Casa Kike

Gianni Botsford, Christian Richters · Casa Kike
Christian Richters

“This was a dream commission,” says UK-based architect Gianni Botsford. “Design a retreat for a writer on the Caribbean coast of Costa Rica. Make it contemporary, with clean lines and a modern aesthetic, and yet be sensitive to local tradition and material use.”
The result is an outstanding twin-volume structure of timber pavilions; one for daytime use, one for night, linked by a wooden walkway. The pavilions are raised 1.2 m above ground level on timber bases perched on wooden stilts. They sit at each end of the similarly raised walkway, their single pitched roofs rising peak at the extremities of the overall structure. They look like bookends or two quarrelling siblings, squatting hunched with their backs to each other.

Gianni Botsford, Christian Richters · Casa Kike
Christian Richters

The roof of the larger daytime work and contemplation space rises from 3 m at the walkway entrance to 4.75 m, to create a high end elevation with a large glazed facade facing towards the sea. The glazing comprises multiple rows of louvered panels. These inexpensive opening slats are common in local architecture. They are repeated at the other end of the building, effectively enabling the writer to open the ends of the pavilion and allow the sea breeze to flow freely through the entire space.
Inside, the library of 17,000 books, a writing desk and a grand piano, nestle within walls and a ceiling crafted out of locally-grown hardwoods. Structural columns rise diagonally up the walls and ceiling beams, also hewn from timber and up to 10m long are knitted together in a diamond pattern. The overall effect is warm and homely, like the wood paneled walls of a study, but also exciting in its audacious yet playful nature.

Gianni Botsford, Christian Richters · Casa Kike
Christian Richters

The smaller pavilion houses the bedroom and bathroom. Identical in form but only 2/3rds the size of the larger pavilion, it is orientated so that its highest end façade faces towards the jungle. It too, features glazed louvers to the end elevations.
The Artist’s Retreat is built within the grounds of an existing typical one-storey cobbled-together Cahuita house, such as dot the beach-front. Both buildings combine to create the whole property: the older house as guest quarters and the main kitchen, while the new pavilions are the artist’s main residence.
The wooden walkway between the two interior spaces is surrounded by a landscaped garden that includes a small pool and over 200 plants: it is seen as an outdoor living space, as large as the main studio, which nestles between avocado, mango and cashew trees.

Gianni Botsford, Christian Richters · Casa Kike
Christian Richters

The finished project is a tropical idyll, sitting serenely in its surrounding habitat. Botsford has achieved this by expertly combining local materials and construction methods with his trademark state-of-the-art design techniques to create the perfect writer’s retreat.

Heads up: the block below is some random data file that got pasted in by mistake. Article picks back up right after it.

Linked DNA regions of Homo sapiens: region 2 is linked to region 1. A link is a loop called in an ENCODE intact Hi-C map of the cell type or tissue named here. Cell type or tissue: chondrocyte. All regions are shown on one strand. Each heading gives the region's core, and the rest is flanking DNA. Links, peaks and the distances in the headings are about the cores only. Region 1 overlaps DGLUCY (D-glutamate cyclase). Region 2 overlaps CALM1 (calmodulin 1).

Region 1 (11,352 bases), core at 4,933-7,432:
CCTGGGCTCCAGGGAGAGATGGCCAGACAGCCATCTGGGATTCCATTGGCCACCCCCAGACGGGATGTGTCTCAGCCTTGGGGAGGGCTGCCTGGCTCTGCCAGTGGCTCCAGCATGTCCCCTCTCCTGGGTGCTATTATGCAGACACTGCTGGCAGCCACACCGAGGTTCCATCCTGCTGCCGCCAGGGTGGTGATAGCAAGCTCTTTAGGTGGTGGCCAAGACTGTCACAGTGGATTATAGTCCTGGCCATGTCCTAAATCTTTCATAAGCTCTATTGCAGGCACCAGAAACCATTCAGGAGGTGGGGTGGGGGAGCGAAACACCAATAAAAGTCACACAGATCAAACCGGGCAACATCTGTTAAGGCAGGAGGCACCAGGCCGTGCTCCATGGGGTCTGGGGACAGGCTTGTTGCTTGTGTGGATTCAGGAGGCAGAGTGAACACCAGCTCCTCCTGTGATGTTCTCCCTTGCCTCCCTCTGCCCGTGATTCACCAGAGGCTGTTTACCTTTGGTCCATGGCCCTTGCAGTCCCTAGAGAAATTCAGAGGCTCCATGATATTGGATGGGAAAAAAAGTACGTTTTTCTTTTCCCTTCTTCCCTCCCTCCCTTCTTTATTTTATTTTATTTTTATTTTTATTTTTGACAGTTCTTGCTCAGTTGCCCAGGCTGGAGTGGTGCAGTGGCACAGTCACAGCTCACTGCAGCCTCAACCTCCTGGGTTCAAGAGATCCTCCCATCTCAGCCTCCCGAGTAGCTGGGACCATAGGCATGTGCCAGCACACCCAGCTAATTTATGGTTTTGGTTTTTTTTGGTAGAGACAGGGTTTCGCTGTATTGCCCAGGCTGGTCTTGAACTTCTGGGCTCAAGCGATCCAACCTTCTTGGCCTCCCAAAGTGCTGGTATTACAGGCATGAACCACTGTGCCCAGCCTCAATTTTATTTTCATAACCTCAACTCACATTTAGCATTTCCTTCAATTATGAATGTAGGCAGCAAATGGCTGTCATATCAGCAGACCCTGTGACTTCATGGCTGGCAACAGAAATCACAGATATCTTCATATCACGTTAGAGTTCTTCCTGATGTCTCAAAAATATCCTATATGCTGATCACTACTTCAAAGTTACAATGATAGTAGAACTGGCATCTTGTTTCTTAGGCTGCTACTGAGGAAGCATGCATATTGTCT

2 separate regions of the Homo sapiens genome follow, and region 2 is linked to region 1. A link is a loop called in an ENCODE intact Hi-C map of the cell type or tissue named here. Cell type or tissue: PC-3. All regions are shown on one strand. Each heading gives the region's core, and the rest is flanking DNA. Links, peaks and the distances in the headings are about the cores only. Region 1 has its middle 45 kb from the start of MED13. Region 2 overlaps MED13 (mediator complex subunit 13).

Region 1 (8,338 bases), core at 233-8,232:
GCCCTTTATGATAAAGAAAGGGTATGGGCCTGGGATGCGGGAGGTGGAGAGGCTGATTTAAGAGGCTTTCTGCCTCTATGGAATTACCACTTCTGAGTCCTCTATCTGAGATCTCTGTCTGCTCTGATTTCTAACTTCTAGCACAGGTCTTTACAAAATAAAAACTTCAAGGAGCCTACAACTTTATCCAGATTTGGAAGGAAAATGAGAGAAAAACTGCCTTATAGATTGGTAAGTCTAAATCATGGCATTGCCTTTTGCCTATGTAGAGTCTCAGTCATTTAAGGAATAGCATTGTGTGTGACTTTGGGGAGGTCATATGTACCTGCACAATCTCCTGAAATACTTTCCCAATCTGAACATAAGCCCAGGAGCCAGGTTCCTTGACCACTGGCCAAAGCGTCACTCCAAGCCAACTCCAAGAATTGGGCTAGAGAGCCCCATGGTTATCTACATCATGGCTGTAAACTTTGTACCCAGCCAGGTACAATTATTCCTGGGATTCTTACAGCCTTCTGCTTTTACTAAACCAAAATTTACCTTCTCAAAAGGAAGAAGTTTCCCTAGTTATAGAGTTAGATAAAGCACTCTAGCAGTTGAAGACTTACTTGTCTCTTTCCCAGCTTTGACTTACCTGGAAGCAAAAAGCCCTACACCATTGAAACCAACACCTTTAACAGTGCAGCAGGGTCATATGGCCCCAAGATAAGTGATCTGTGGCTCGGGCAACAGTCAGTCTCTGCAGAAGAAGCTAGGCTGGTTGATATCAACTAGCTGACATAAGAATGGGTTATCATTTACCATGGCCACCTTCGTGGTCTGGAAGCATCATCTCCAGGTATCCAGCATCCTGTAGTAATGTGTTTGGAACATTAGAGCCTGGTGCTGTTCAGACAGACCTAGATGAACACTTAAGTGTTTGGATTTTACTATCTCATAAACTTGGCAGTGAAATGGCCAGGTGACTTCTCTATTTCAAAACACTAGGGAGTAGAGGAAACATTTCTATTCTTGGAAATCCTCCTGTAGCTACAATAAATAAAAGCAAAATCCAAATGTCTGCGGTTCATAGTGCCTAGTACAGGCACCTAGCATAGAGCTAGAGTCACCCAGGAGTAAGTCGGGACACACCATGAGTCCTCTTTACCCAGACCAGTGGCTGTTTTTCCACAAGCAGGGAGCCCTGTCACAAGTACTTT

He has taken reference from native building styles and materials, rather than the western-influenced architecture favoured by wealthier Costa Ricans. However, using environmental software, the architect has plotted the sun movement, prevailing winds and desired views onto the site to find the optimum position and orientation for the new building. In addition to these parameters, the client also insisted that no trees be felled.
The shape of the two pavilions – parallelograms - reacts to results of the environmental analysis: it assists in promoting the best views and ventilation, while keeping the low sunlight out of the interior spaces and screening them from neighbouring properties. The length of the walkway between the pavilions was also calculated for optimum efficiency. At twice the length of the main building, it ensures that the smaller pavilion is not in the larger one’s ‘wind shadow’; that it benefits from the ocean breeze as much as the main building does.

Gianni Botsford, Christian Richters · Casa Kike
Christian Richters

The structural design of the pavilions is an intricate pattern of diagonal timber beams and columns. Designed for both structural and aesthetic qualities, the 355 x 50 mm ceiling beams negate the use of central columns. All timber is sourced local hardwood - Laurel, Cachá or Surá - as is the timber cladding and decking for the walkway. Externally, the pavilions are clad in low cost corrugated steel sheeting, as used on many rural Costa Rican dwellings.
“We are bringing new architectural life to the Caribbean by reappraising the architectural heritage of the region and reviving indigenous techniques,” says Botsford. “However, by coupling them with modern design technologies and aesthetics, we have created an eco-architecture that is remarkably light, impacting on its surrounding only minimally both physically and environmentally.”

Gianni Botsford, Christian Richters · Casa Kike
Christian Richters

Gianni Botsford, Christian Richters · Casa Kike
Christian Richters
Gianni Botsford, Christian Richters · Casa Kike
Christian Richters
Gianni Botsford, Christian Richters · Casa Kike
Christian Richters
Gianni Botsford, Christian Richters · Casa Kike
Christian Richters
Gianni Botsford, Christian Richters · Casa Kike
Gianni Botsford
Gianni Botsford, Christian Richters · Casa Kike
Gianni Botsford
Gianni Botsford, Christian Richters · Casa Kike
Gianni Botsford
Gianni Botsford, Christian Richters · Casa Kike
Gianni Botsford
Gianni Botsford, Christian Richters · Casa Kike
Gianni Botsford
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